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A&E delays persist ahead of planned industrial action

13 July 2023

The Royal College of Emergency Medicine (RCEM) has responded to the latest Emergency Department performance statistics for June 2023.

Published today (13 July 2023) by NHS England, the June data show two in five patients waited four-hours or more in A&Es and more than 108,000 patients (8%) waited 12-hours or more from their time of arrival at A&E.

Commenting on these figures, Dr Ian Higginson, Vice President of the Royal College of Emergency Medicine, said:

“The data show some small improvements, but these are tiny positives when you consider that more than 100,000 patients still had to wait longer than 12-hours in English Emergency Departments alone. We cannot accept this as normal; these long delays are dangerous and appalling and have a major impact on our patients and staff.

“Summer is generally thought of as being a time of reduced pressure on the NHS. Yet we are seeing little evidence that the Urgent and Emergency Care delivery plan is having a significant effect, or that it will yet prove to be little more than words on paper.

“With the unprecedented industrial action underway and consultants set to strike next week, the NHS remains in a precarious position.”

The A&E performance figures come on the day that the longest period of industrial action by junior doctors (post-graduate doctors in training) begins.

Dr Higginson continued: “We support our members’ and colleagues’ right to take industrial action. We urge the BMA and the government to move past this current impasse and find a resolution quickly, for the sake of patients and staff.

“Many healthcare workers and patients will be worried about the industrial action taking place this weekend, Trusts must ensure they have the appropriate plans in place as patient safety is paramount.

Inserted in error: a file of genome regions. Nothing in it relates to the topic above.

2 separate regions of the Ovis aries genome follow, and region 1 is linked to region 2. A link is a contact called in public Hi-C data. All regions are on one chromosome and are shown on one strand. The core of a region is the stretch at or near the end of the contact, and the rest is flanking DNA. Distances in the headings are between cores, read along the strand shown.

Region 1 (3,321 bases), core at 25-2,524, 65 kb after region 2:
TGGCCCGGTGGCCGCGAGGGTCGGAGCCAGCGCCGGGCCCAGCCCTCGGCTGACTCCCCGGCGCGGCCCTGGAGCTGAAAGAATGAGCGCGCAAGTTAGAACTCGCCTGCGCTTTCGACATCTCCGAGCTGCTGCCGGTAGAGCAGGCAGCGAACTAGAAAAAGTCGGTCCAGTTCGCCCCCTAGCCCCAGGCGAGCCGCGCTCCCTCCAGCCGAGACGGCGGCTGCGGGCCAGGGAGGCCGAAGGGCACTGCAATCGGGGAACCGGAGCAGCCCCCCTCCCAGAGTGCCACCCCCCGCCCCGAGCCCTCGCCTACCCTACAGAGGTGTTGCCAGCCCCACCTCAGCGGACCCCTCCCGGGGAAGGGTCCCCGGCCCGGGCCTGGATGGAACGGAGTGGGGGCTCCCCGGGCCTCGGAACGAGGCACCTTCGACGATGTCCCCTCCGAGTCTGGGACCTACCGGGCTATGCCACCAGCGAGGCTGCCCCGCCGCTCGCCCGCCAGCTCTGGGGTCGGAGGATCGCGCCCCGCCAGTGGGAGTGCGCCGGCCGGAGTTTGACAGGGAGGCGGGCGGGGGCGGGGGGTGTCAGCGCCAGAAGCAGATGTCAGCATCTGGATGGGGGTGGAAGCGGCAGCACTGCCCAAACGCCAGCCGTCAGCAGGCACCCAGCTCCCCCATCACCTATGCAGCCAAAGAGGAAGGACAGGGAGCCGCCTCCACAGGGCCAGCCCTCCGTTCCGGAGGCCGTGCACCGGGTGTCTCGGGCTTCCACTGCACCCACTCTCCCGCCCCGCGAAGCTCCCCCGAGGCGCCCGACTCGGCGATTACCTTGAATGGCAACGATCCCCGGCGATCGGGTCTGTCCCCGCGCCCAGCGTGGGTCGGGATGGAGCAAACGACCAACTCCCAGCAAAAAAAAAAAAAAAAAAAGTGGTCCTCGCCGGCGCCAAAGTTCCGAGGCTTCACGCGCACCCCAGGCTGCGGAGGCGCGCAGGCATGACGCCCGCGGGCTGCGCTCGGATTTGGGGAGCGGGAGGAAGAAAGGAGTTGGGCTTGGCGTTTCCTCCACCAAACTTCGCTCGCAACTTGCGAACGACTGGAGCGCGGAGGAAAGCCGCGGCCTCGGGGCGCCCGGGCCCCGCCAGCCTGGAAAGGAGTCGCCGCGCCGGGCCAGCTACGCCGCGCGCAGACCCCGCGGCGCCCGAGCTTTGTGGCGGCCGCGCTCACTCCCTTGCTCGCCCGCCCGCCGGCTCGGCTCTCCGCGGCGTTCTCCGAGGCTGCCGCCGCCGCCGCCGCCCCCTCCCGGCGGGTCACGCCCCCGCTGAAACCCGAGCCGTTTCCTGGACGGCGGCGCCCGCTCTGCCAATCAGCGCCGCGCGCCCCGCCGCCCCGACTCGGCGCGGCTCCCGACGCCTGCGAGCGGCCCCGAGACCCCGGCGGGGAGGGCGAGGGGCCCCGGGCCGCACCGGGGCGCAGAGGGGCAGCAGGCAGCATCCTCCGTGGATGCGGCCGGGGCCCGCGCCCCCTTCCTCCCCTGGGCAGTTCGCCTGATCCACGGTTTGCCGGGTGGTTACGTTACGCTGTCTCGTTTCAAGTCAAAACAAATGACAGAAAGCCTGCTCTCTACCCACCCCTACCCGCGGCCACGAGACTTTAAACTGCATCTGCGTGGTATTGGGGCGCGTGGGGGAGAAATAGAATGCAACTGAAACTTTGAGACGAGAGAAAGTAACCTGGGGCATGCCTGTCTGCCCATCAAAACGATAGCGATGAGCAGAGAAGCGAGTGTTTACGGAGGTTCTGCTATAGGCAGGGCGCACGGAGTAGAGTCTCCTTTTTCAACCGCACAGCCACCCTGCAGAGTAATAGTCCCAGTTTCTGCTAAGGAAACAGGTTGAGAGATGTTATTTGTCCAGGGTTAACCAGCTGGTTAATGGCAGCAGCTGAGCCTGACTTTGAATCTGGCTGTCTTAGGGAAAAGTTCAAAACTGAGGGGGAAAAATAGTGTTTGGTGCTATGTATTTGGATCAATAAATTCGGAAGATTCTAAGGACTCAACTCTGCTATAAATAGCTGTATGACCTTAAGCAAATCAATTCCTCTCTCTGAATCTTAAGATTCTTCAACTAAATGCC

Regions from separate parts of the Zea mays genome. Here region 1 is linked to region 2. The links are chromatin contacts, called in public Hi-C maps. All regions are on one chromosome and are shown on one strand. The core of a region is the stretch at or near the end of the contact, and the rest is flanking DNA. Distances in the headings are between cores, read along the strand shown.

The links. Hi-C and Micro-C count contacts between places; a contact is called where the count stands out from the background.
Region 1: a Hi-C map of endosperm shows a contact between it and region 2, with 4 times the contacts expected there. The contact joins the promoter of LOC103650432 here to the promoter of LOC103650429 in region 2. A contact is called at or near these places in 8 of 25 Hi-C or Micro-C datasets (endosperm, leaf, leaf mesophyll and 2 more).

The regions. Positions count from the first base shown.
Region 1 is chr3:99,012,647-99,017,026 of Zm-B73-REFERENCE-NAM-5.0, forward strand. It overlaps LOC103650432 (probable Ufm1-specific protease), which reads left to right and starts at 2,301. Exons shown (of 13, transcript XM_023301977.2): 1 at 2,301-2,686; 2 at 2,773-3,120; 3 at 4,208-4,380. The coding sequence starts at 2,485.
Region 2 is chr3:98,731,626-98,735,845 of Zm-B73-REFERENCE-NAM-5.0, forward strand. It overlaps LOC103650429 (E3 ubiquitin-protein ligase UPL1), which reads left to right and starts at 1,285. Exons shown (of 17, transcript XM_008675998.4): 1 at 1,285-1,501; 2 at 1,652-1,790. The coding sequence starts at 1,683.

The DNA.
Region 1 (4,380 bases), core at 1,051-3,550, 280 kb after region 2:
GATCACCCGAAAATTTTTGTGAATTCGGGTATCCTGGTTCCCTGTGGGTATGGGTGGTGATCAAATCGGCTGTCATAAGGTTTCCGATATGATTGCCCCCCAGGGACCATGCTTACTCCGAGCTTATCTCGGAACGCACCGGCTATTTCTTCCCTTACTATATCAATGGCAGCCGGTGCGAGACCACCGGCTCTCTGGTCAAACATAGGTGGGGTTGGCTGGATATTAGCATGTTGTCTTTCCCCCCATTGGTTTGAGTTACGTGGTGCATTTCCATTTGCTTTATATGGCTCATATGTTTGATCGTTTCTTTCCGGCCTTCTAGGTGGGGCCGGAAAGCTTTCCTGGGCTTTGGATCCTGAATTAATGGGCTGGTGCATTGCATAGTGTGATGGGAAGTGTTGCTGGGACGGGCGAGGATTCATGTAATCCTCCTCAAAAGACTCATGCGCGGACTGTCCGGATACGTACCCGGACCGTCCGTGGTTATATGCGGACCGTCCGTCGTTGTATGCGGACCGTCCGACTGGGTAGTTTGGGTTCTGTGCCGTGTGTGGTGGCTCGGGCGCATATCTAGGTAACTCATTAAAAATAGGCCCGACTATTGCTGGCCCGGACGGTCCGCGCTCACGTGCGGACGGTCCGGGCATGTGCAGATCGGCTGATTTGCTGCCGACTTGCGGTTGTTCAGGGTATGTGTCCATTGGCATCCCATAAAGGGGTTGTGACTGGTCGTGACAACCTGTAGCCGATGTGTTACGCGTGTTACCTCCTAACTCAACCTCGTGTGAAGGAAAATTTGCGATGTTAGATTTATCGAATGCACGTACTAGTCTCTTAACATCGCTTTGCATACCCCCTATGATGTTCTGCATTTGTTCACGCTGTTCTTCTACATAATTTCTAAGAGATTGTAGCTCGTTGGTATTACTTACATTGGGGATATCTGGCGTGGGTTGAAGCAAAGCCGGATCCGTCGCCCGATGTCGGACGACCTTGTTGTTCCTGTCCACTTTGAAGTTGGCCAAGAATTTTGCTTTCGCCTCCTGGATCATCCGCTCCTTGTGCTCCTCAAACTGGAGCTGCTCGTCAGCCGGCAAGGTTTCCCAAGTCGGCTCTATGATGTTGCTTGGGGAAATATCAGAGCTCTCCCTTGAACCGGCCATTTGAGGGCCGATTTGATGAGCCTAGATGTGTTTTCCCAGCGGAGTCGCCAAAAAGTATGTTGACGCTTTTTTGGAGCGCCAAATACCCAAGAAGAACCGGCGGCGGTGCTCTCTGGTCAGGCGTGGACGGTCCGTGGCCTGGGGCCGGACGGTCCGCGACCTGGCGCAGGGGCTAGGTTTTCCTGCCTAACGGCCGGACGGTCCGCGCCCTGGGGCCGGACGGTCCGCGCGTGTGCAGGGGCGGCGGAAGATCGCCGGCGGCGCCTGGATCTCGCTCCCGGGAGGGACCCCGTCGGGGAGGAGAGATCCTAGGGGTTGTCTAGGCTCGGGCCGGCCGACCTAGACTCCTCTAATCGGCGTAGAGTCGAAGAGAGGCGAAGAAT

“If our members and colleagues are concerned their service is becoming unsafe, they should escalate their concerns via their Clinical Lead, Medical Director and the Chief Operating Officer.

“While industrial action may be disruptive, patients who need Emergency Care should seek it in the normal way by attending A&E or calling 999.”


Notes to editor

Head to our data & statistics page to see graphs and visualizations of the latest figures:

The latest Emergency Department performance figures published by NHS England for June 2023 for show:

  • There were 1,389,009 attendances at major (Type 1) Emergency Departments
    • This represents a 0.1% increase compared with June 2022
    • Type 1 Emergency Departments saw 46,300 attendances per day during June.
  • 26,531 patients were delayed for 12-hours or more from decision to admit to admission
    • This represents a decrease of 15.8% compared with May, and an increase of 20.4% compared with June 2022.
  • Four-hour performance at major Emergency Departments was 60.2%
    • This represents a 0.2 percentage point decrease from the previous month and 1.4 percentage point increase from June 2022.
  • Type 1 admissions stood at 381,815
    • This is a daily average of 12,727 which is a 4.7 percentage increase since June 2022
    • 5% of Type 1 attendances were admitted, this is a 0.2 percentage point decrease from the previous month.
  • 113, 834 patients spent more than four hours in an Emergency Department from decision to admit to admission (also referred to as ‘trolley waits’) this 7% decrease when compared to May, and a 12.5% decrease compared with June 2022.

Beds data for June 2023 show:

  • Last month, there were 98,205 general and acute beds available, a 0.2% decrease from May, but an increase of 2% from June 2022.
  • The occupancy rate was 93%, 0.2 percentage points lower than May.
  • Since October 2022, 918 G&A beds have been added
    • However, since it was announced in January this year that 5,000 new beds will be made available by next winter, the number of general and acute beds available at Type 1 acute trusts has fallen by 1,841 between January and June 2023.

NHS England: Supplementary ECDS Analysis June 2023 final (12-hour length of stay data measured from the time of arrival) data show:

  • In June 2023, 108,225 patients waited 12-hours or more from their time of arrival
    • This accounts for 8% of Type 1 Emergency Department attendances.
    • This is more than four times larger than the number of 12-hour waits measured from decision to admit (26,531).
    • This figure is 4.3% lower than the previous month. May 2023 saw 113,100 TOA attendances.
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